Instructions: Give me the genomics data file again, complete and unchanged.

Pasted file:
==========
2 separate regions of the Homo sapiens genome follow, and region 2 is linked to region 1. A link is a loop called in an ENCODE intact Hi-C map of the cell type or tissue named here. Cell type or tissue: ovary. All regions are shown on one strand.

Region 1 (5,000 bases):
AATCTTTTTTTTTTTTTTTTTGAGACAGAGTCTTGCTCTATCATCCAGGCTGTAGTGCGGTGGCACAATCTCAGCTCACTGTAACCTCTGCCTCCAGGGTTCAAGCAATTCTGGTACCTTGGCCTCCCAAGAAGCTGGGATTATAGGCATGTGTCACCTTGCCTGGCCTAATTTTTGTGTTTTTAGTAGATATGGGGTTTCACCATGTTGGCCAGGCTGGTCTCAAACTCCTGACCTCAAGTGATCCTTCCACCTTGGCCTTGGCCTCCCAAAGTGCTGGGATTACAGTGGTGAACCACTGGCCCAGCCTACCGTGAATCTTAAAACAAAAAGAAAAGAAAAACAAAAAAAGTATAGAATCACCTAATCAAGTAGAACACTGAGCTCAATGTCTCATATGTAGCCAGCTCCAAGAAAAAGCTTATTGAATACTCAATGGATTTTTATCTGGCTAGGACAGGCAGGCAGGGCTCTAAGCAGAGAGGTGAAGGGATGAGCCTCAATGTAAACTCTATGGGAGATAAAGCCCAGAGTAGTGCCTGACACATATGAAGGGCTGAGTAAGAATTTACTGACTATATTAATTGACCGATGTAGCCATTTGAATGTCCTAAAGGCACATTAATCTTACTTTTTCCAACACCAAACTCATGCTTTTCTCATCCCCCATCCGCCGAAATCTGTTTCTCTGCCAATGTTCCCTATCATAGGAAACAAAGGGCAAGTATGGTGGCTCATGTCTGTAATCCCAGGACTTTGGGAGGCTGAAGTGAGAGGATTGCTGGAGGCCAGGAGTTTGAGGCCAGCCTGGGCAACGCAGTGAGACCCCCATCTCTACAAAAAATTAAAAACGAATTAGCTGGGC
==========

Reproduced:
2 separate regions of the Homo sapiens genome follow, and region 2 is linked to region 1. A link is a loop called in an ENCODE intact Hi-C map of the cell type or tissue named here. Cell type or tissue: ovary. All regions are shown on one strand.

Region 1 (5,000 bases):
AATCTTTTTTTTTTTTTTTTTGAGACAGAGTCTTGCTCTATCATCCAGGCTGTAGTGCGGTGGCACAATCTCAGCTCACTGTAACCTCTGCCTCCAGGGTTCAAGCAATTCTGGTACCTTGGCCTCCCAAGAAGCTGGGATTATAGGCATGTGTCACCTTGCCTGGCCTAATTTTTGTGTTTTTAGTAGATATGGGGTTTCACCATGTTGGCCAGGCTGGTCTCAAACTCCTGACCTCAAGTGATCCTTCCACCTTGGCCTTGGCCTCCCAAAGTGCTGGGATTACAGTGGTGAACCACTGGCCCAGCCTACCGTGAATCTTAAAACAAAAAGAAAAGAAAAACAAAAAAAGTATAGAATCACCTAATCAAGTAGAACACTGAGCTCAATGTCTCATATGTAGCCAGCTCCAAGAAAAAGCTTATTGAATACTCAATGGATTTTTATCTGGCTAGGACAGGCAGGCAGGGCTCTAAGCAGAGAGGTGAAGGGATGAGCCTCAATGTAAACTCTATGGGAGATAAAGCCCAGAGTAGTGCCTGACACATATGAAGGGCTGAGTAAGAATTTACTGACTATATTAATTGACCGATGTAGCCATTTGAATGTCCTAAAGGCACATTAATCTTACTTTTTCCAACACCAAACTCATGCTTTTCTCATCCCCCATCCGCCGAAATCTGTTTCTCTGCCAATGTTCCCTATCATAGGAAACAAAGGGCAAGTATGGTGGCTCATGTCTGTAATCCCAGGACTTTGGGAGGCTGAAGTGAGAGGATTGCTGGAGGCCAGGAGTTTGAGGCCAGCCTGGGCAACGCAGTGAGACCCCCATCTCTACAAAAAATTAAAAACGAATTAGCTGGGC